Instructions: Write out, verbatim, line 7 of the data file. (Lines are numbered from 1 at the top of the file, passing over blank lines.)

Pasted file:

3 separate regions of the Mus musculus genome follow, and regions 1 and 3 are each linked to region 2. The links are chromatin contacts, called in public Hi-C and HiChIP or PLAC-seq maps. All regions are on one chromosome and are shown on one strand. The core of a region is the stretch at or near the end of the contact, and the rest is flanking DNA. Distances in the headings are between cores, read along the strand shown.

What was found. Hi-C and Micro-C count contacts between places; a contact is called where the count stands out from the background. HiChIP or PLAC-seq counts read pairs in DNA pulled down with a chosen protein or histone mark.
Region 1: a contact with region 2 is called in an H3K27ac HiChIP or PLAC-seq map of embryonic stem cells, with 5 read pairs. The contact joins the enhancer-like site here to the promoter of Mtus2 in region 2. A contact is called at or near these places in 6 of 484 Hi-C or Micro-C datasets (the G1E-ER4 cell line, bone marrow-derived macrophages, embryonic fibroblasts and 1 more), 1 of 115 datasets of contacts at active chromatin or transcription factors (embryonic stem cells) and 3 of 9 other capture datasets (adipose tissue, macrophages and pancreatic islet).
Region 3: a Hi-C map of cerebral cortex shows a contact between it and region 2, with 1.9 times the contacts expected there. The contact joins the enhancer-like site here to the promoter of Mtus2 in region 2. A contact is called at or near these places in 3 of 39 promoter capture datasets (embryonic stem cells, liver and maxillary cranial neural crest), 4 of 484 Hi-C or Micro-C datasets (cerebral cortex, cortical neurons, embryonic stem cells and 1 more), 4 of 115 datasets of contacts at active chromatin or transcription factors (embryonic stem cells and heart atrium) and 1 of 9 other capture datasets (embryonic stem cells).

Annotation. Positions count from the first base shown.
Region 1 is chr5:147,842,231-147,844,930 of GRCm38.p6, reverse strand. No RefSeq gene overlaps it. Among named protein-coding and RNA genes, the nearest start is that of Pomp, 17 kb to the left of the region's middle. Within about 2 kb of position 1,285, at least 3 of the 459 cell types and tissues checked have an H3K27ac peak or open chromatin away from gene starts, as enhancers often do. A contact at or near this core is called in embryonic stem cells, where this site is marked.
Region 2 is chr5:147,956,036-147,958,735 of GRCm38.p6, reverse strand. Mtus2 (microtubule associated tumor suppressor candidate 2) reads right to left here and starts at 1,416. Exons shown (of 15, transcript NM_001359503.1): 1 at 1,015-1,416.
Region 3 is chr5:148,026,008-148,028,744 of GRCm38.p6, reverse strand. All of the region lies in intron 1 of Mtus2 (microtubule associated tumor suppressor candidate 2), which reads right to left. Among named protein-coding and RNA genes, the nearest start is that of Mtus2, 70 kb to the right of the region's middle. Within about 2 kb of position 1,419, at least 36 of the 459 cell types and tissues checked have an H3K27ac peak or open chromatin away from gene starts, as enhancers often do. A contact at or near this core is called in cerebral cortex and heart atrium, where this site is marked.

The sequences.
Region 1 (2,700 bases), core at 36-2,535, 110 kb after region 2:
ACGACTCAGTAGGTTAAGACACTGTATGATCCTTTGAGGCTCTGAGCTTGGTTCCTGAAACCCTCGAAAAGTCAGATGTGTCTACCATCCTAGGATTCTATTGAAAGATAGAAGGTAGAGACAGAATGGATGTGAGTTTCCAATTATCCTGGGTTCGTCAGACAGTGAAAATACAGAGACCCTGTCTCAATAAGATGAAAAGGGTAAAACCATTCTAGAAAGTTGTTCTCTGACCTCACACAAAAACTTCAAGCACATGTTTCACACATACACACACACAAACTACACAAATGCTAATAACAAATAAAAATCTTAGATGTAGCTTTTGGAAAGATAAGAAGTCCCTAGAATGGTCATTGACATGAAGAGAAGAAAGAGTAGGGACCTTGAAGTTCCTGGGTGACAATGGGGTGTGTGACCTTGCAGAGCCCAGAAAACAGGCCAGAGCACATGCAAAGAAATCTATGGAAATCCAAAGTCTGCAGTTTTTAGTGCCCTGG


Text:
Region 2 is chr5:147,956,036-147,958,735 of GRCm38.p6, reverse strand. Mtus2 (microtubule associated tumor suppressor candidate 2) reads right to left here and starts at 1,416. Exons shown (of 15, transcript NM_001359503.1): 1 at 1,015-1,416.